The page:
As we have already agreed, the talks will be based on a step-by-step approach and reciprocity. We remain determined to resolve this problem in the near term through negotiations, and will continue to make every effort to that end. We believe that there are many reasons to continue the negotiations. We have, of course, different views. But we have set the date and location for the next round of negotiations, and we will attend it fully prepared.
When asked about Iran's reaction to the P5+1 proposal, Ashton responded, "We made a clear proposal, and talked about uranium enrichment at 20 percent level. Do not ask me to give you the details. Other problems were also brought up. I believe that there are good common grounds [for further talks]."
As reported by ISNA, Jalili said,
The talks were long and intense. They began yesterday [Wednesday] afternoon, and are continuing, and have been going on most of the time. As I said, the negotiations were extensive, but were incomplete. Both sides had their views and proposals. We had a good atmosphere, and both sides expressed their views very clearly and transparently. The result was that both sides have a better and clearer view of the other side's [views].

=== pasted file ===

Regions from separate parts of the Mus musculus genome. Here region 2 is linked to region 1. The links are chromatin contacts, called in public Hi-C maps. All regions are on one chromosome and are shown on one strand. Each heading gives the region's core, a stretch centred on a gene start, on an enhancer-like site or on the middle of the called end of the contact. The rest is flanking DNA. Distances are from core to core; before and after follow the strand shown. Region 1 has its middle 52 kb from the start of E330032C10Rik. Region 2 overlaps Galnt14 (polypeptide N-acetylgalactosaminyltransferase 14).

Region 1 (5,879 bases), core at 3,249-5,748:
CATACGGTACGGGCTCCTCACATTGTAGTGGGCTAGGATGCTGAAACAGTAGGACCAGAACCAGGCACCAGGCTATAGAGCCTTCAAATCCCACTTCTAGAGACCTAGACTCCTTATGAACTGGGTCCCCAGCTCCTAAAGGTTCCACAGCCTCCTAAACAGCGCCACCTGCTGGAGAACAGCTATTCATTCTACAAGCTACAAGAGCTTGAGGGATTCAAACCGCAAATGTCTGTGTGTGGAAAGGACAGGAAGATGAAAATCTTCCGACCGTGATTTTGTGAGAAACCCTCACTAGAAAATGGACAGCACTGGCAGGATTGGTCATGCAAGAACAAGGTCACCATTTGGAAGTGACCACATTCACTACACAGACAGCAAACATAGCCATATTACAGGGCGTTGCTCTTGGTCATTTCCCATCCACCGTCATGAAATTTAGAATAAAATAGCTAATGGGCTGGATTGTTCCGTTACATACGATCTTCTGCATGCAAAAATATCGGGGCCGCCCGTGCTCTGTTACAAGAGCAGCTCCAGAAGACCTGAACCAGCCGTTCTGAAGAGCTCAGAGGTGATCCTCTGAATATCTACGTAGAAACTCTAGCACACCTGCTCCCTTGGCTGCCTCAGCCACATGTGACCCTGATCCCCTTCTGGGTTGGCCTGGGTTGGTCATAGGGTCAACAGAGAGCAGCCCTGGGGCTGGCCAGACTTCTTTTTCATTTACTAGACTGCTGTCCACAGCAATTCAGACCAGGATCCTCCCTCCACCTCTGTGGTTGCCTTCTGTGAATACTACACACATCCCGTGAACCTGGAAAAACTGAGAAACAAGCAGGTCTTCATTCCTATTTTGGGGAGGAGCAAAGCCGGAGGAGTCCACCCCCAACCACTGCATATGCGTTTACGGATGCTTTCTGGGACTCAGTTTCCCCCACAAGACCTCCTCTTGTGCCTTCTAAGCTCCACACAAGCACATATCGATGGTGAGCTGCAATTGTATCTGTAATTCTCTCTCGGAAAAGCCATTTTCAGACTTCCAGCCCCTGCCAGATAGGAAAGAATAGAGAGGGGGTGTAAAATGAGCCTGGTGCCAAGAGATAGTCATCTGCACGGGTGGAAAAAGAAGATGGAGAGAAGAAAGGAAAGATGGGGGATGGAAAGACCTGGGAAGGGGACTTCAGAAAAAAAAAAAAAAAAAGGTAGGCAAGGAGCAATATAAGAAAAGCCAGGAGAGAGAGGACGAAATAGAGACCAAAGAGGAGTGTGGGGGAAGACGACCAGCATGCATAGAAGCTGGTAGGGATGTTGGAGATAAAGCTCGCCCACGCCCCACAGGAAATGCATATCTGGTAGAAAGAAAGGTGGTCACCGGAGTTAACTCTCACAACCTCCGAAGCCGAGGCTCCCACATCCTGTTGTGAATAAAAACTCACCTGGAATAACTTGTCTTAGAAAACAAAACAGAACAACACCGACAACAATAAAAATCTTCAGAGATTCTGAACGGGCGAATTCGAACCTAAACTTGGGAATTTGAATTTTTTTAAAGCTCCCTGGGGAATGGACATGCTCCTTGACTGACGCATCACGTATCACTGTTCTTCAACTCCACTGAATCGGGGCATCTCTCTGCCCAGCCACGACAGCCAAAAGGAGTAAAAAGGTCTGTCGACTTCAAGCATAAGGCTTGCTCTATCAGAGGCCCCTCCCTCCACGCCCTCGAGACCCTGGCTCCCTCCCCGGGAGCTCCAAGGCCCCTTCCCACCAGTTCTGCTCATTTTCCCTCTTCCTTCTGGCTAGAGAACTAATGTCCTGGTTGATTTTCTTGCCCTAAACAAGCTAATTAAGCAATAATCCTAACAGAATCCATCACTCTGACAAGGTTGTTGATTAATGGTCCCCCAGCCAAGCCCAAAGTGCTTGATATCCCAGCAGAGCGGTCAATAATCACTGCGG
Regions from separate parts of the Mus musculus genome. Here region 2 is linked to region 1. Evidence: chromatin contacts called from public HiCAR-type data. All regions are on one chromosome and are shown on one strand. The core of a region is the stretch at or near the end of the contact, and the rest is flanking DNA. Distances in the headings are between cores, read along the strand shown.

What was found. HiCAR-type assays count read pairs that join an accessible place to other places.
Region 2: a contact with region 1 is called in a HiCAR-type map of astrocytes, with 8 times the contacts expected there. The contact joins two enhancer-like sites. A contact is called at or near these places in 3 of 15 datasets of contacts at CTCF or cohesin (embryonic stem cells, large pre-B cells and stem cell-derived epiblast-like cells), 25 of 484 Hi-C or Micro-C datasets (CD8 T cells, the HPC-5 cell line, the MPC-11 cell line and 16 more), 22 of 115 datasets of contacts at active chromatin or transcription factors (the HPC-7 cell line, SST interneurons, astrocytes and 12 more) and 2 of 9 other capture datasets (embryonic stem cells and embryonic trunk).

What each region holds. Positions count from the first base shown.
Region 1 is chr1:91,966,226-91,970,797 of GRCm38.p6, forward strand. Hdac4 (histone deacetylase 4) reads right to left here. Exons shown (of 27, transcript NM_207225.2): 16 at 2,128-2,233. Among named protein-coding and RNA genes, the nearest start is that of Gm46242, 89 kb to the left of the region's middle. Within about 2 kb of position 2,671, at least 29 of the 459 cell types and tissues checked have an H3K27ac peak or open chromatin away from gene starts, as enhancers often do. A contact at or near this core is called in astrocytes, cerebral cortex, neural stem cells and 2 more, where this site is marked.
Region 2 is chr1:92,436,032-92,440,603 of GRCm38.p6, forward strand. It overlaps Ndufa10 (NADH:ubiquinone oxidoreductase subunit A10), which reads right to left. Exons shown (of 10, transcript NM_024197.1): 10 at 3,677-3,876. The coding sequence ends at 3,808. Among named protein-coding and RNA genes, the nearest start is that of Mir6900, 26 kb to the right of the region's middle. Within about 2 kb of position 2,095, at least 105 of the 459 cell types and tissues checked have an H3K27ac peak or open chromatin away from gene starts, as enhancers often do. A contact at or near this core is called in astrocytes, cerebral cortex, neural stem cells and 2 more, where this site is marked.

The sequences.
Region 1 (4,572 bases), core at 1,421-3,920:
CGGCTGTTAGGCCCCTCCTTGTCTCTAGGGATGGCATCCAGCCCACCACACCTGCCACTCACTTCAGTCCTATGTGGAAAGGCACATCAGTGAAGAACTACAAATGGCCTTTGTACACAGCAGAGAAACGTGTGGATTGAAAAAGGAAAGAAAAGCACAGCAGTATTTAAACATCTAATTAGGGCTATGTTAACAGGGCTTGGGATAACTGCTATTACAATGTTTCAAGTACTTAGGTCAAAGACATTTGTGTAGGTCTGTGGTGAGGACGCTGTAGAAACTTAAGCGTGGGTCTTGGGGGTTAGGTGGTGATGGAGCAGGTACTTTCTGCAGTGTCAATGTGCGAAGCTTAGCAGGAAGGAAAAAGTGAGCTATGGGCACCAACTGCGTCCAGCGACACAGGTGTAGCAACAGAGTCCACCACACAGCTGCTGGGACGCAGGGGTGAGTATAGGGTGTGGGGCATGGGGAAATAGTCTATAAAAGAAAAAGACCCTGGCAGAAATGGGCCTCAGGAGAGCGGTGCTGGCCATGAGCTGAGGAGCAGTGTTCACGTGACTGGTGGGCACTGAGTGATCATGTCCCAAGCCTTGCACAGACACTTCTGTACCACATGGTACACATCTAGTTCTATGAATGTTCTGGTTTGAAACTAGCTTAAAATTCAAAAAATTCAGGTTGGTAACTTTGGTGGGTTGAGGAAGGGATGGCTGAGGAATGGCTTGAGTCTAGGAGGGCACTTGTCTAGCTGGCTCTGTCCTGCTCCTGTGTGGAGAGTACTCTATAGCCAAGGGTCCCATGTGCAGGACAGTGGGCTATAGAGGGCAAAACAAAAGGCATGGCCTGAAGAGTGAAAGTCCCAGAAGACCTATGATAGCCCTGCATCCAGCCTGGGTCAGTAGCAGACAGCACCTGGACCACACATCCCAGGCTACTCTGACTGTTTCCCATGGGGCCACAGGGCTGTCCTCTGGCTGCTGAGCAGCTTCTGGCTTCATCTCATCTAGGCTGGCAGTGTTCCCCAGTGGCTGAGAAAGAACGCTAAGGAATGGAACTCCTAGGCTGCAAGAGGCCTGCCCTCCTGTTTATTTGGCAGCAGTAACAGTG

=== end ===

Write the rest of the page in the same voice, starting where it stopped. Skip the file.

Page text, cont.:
Jalili then spoke about the proposal Iran put forward three years ago:
In that package, we had suggested some issues for discussion and we believe that the scope of the discussions provides an opportunity to discuss issues that can contribute to peace and security in the region. In the Istanbul discussions, the two sides agreed on the issues to be discussed -- first, about nuclear issues, and second, about non-nuclear ones that both sides are interested in.... In our package of three years ago we had suggested that, based on democratic values and respect for nations' rights and views we can propose many ideas for regional problems, one of which was about Bahrain and respect for the rights of its people, the significance of democracy, and the equal rights of the people to vote. The other side had two issues for discussion, one of which was about confronting pirates [in the Indian Ocean and Red Sea] and the security of sea lanes, while the second was about narcotics trafficking, and the Islamic Republic submitted its proposals about both.